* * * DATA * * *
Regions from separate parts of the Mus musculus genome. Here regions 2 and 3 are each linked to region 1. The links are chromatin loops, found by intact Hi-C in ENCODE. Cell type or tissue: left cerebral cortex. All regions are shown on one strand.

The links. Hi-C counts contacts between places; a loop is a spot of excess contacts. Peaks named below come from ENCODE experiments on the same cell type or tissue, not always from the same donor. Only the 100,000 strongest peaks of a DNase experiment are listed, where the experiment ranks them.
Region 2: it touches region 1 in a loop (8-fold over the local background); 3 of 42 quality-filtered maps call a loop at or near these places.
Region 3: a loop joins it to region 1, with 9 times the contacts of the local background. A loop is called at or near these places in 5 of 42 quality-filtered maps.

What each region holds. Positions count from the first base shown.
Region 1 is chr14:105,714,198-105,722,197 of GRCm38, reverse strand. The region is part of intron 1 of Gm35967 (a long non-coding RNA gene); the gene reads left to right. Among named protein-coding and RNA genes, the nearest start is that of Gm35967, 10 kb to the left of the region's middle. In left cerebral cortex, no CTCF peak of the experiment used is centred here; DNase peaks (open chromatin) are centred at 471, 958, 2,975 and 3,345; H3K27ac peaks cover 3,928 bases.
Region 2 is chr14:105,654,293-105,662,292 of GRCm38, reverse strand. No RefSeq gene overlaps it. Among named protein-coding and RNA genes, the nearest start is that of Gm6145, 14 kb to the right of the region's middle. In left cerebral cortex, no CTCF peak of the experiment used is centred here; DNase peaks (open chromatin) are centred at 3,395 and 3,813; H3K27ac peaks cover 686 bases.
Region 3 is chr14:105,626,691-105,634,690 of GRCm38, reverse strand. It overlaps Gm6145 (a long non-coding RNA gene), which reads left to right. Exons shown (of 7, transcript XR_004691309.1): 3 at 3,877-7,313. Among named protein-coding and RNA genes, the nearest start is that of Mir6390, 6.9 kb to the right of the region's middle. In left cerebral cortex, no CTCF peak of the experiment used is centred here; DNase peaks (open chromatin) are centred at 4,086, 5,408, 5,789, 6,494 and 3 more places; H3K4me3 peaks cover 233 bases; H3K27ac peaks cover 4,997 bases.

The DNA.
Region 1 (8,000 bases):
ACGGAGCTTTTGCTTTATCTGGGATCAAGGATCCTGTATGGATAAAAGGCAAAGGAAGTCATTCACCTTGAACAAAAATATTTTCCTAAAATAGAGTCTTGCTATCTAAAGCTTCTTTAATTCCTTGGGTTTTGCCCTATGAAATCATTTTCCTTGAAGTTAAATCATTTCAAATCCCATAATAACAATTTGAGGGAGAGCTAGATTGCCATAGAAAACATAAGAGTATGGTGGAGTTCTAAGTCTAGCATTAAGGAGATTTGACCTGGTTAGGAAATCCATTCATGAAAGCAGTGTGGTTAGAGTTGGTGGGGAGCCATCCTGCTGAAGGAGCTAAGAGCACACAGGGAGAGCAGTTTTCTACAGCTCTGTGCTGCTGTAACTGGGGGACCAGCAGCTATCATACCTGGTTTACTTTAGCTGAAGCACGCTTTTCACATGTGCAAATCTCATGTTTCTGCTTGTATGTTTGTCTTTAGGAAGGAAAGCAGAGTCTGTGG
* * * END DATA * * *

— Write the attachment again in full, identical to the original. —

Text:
Regions from separate parts of the Mus musculus genome. Here regions 2 and 3 are each linked to region 1. The links are chromatin loops, found by intact Hi-C in ENCODE. Cell type or tissue: left cerebral cortex. All regions are shown on one strand.

The links. Hi-C counts contacts between places; a loop is a spot of excess contacts. Peaks named below come from ENCODE experiments on the same cell type or tissue, not always from the same donor. Only the 100,000 strongest peaks of a DNase experiment are listed, where the experiment ranks them.
Region 2: it touches region 1 in a loop (8-fold over the local background); 3 of 42 quality-filtered maps call a loop at or near these places.
Region 3: a loop joins it to region 1, with 9 times the contacts of the local background. A loop is called at or near these places in 5 of 42 quality-filtered maps.

What each region holds. Positions count from the first base shown.
Region 1 is chr14:105,714,198-105,722,197 of GRCm38, reverse strand. The region is part of intron 1 of Gm35967 (a long non-coding RNA gene); the gene reads left to right. Among named protein-coding and RNA genes, the nearest start is that of Gm35967, 10 kb to the left of the region's middle. In left cerebral cortex, no CTCF peak of the experiment used is centred here; DNase peaks (open chromatin) are centred at 471, 958, 2,975 and 3,345; H3K27ac peaks cover 3,928 bases.
Region 2 is chr14:105,654,293-105,662,292 of GRCm38, reverse strand. No RefSeq gene overlaps it. Among named protein-coding and RNA genes, the nearest start is that of Gm6145, 14 kb to the right of the region's middle. In left cerebral cortex, no CTCF peak of the experiment used is centred here; DNase peaks (open chromatin) are centred at 3,395 and 3,813; H3K27ac peaks cover 686 bases.
Region 3 is chr14:105,626,691-105,634,690 of GRCm38, reverse strand. It overlaps Gm6145 (a long non-coding RNA gene), which reads left to right. Exons shown (of 7, transcript XR_004691309.1): 3 at 3,877-7,313. Among named protein-coding and RNA genes, the nearest start is that of Mir6390, 6.9 kb to the right of the region's middle. In left cerebral cortex, no CTCF peak of the experiment used is centred here; DNase peaks (open chromatin) are centred at 4,086, 5,408, 5,789, 6,494 and 3 more places; H3K4me3 peaks cover 233 bases; H3K27ac peaks cover 4,997 bases.

The DNA.
Region 1 (8,000 bases):
ACGGAGCTTTTGCTTTATCTGGGATCAAGGATCCTGTATGGATAAAAGGCAAAGGAAGTCATTCACCTTGAACAAAAATATTTTCCTAAAATAGAGTCTTGCTATCTAAAGCTTCTTTAATTCCTTGGGTTTTGCCCTATGAAATCATTTTCCTTGAAGTTAAATCATTTCAAATCCCATAATAACAATTTGAGGGAGAGCTAGATTGCCATAGAAAACATAAGAGTATGGTGGAGTTCTAAGTCTAGCATTAAGGAGATTTGACCTGGTTAGGAAATCCATTCATGAAAGCAGTGTGGTTAGAGTTGGTGGGGAGCCATCCTGCTGAAGGAGCTAAGAGCACACAGGGAGAGCAGTTTTCTACAGCTCTGTGCTGCTGTAACTGGGGGACCAGCAGCTATCATACCTGGTTTACTTTAGCTGAAGCACGCTTTTCACATGTGCAAATCTCATGTTTCTGCTTGTATGTTTGTCTTTAGGAAGGAAAGCAGAGTCTGTGG